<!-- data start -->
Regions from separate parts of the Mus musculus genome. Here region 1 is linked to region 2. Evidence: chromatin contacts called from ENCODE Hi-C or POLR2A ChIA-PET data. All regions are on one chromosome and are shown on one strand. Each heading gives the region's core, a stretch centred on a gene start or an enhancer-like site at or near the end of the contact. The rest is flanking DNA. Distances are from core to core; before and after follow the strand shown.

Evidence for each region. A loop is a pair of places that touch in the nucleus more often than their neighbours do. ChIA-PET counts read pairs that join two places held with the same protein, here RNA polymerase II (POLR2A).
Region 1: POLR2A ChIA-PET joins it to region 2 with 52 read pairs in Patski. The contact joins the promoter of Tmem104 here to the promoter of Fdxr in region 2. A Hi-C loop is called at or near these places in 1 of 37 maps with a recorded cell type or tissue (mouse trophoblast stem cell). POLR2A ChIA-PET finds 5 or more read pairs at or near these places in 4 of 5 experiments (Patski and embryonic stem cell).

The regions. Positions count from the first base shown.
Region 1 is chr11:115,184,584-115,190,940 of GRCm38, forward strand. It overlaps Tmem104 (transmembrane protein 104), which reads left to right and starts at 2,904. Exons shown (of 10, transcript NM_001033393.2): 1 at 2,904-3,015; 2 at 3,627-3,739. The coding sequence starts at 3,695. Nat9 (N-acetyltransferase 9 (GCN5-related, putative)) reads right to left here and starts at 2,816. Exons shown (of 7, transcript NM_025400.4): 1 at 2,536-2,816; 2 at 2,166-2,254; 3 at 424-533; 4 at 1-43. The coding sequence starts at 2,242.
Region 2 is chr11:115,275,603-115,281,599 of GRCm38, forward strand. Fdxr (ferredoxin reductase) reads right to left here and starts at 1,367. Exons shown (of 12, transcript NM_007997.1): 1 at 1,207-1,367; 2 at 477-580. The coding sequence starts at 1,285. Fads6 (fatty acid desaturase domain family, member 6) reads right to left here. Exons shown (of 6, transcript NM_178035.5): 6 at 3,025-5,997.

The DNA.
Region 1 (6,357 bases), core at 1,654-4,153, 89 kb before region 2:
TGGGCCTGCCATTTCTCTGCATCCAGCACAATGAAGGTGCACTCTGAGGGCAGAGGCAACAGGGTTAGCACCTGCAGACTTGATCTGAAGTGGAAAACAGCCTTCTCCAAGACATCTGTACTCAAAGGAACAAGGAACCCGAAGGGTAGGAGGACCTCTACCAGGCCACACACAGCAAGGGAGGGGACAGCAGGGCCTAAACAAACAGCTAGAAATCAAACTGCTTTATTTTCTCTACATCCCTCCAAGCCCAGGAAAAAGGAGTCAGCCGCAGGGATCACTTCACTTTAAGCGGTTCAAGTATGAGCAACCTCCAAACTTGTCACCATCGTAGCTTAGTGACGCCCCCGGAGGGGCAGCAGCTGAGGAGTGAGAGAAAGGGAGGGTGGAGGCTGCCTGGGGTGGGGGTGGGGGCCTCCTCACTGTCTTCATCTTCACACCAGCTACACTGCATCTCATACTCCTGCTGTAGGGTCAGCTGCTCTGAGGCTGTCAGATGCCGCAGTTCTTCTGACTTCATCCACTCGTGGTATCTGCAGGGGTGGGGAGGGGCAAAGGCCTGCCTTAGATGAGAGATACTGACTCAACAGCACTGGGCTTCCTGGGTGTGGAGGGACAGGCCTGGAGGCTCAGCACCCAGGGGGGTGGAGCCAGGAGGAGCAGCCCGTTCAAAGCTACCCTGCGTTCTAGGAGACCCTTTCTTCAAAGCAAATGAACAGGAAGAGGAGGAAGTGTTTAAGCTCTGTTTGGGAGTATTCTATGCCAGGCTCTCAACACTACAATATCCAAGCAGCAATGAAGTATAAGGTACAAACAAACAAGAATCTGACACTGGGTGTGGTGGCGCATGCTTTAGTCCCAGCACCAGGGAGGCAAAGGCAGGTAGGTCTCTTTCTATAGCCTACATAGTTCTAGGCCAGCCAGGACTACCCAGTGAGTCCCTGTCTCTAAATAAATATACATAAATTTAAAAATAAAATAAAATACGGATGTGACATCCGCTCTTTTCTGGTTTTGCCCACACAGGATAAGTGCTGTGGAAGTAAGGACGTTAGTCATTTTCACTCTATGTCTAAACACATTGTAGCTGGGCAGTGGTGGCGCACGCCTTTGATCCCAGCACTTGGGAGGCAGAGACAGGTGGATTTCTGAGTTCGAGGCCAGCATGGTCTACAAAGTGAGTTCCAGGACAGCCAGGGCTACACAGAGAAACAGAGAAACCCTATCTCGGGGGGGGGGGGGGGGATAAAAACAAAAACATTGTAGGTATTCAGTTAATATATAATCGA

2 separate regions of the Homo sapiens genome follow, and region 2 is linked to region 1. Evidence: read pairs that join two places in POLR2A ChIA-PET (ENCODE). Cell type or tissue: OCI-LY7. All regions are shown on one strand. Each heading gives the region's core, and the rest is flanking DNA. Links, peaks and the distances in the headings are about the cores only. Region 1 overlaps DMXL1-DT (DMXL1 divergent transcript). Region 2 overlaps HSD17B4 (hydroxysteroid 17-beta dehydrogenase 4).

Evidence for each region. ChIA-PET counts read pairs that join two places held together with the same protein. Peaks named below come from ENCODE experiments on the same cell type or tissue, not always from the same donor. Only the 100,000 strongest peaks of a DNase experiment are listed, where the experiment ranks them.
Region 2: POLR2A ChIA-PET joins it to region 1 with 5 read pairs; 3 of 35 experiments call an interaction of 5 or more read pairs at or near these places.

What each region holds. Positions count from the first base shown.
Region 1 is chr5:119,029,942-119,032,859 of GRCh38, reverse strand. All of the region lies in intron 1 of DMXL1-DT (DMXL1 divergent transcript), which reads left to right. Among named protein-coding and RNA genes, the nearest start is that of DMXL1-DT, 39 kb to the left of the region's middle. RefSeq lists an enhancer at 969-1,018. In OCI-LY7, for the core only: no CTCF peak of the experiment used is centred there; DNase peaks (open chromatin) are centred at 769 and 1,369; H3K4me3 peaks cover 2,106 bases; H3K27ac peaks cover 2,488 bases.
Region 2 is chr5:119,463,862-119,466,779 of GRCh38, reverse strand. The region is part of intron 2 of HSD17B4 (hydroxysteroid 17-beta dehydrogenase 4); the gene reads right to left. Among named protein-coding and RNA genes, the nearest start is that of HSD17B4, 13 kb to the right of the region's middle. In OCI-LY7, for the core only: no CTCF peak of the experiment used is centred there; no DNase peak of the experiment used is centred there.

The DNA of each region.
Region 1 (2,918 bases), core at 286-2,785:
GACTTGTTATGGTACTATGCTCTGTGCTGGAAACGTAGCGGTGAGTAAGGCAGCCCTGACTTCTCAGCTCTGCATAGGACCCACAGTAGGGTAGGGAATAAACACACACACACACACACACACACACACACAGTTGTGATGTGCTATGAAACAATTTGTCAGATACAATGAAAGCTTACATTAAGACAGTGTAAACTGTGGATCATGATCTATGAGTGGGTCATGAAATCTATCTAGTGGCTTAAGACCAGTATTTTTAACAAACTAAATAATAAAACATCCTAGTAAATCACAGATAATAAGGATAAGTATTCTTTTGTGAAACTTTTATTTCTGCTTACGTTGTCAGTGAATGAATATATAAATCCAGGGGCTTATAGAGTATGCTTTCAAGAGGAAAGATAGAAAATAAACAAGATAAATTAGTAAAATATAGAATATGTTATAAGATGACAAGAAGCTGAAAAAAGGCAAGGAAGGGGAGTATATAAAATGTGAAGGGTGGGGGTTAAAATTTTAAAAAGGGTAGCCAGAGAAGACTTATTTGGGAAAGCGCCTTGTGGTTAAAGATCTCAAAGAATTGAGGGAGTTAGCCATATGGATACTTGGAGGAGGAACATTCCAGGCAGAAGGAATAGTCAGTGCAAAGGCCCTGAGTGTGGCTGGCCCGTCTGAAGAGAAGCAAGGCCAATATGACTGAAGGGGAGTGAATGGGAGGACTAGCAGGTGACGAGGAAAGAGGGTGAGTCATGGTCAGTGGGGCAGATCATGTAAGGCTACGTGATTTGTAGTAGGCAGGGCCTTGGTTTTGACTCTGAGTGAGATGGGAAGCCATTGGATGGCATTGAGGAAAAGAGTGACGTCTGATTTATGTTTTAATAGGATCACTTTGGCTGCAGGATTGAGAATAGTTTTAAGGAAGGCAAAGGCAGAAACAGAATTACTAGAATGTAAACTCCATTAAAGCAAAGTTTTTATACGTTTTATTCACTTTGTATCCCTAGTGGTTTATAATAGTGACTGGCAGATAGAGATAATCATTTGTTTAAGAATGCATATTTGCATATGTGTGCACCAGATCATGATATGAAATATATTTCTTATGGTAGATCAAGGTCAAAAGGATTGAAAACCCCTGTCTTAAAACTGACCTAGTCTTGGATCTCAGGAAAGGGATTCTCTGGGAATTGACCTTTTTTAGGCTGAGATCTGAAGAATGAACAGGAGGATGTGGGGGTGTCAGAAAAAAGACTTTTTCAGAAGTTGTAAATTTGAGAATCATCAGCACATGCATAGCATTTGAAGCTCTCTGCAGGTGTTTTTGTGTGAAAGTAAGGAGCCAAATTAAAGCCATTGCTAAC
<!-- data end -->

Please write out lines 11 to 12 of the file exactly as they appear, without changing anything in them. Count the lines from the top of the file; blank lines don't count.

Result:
Evidence for each region. ChIA-PET counts read pairs that join two places held together with the same protein. Peaks named below come from ENCODE experiments on the same cell type or tissue, not always from the same donor. Only the 100,000 strongest peaks of a DNase experiment are listed, where the experiment ranks them.
Region 2: POLR2A ChIA-PET joins it to region 1 with 5 read pairs; 3 of 35 experiments call an interaction of 5 or more read pairs at or near these places.